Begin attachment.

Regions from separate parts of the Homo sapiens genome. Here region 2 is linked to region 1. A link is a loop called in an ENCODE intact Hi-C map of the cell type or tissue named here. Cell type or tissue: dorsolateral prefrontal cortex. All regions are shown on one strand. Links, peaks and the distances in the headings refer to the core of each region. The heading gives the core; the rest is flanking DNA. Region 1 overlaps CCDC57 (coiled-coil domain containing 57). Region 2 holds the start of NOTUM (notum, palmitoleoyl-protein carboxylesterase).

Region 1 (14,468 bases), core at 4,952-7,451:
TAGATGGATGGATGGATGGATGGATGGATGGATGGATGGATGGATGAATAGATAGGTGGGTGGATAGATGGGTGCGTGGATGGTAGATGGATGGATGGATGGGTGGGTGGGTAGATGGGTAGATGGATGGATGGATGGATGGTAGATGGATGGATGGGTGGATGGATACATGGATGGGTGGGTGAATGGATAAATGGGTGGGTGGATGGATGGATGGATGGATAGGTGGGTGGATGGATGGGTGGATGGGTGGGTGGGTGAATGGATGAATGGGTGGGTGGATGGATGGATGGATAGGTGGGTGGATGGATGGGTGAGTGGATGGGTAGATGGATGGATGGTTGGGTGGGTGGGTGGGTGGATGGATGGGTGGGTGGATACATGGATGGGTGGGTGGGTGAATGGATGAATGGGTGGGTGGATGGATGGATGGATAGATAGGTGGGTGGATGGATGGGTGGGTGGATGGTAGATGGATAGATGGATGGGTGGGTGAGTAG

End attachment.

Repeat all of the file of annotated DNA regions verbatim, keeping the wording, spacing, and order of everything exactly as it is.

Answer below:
Regions from separate parts of the Homo sapiens genome. Here region 2 is linked to region 1. A link is a loop called in an ENCODE intact Hi-C map of the cell type or tissue named here. Cell type or tissue: dorsolateral prefrontal cortex. All regions are shown on one strand. Links, peaks and the distances in the headings refer to the core of each region. The heading gives the core; the rest is flanking DNA. Region 1 overlaps CCDC57 (coiled-coil domain containing 57). Region 2 holds the start of NOTUM (notum, palmitoleoyl-protein carboxylesterase).

Region 1 (14,468 bases), core at 4,952-7,451:
TAGATGGATGGATGGATGGATGGATGGATGGATGGATGGATGGATGAATAGATAGGTGGGTGGATAGATGGGTGCGTGGATGGTAGATGGATGGATGGATGGGTGGGTGGGTAGATGGGTAGATGGATGGATGGATGGATGGTAGATGGATGGATGGGTGGATGGATACATGGATGGGTGGGTGAATGGATAAATGGGTGGGTGGATGGATGGATGGATGGATAGGTGGGTGGATGGATGGGTGGATGGGTGGGTGGGTGAATGGATGAATGGGTGGGTGGATGGATGGATGGATAGGTGGGTGGATGGATGGGTGAGTGGATGGGTAGATGGATGGATGGTTGGGTGGGTGGGTGGGTGGATGGATGGGTGGGTGGATACATGGATGGGTGGGTGGGTGAATGGATGAATGGGTGGGTGGATGGATGGATGGATAGATAGGTGGGTGGATGGATGGGTGGGTGGATGGTAGATGGATAGATGGATGGGTGGGTGAGTAG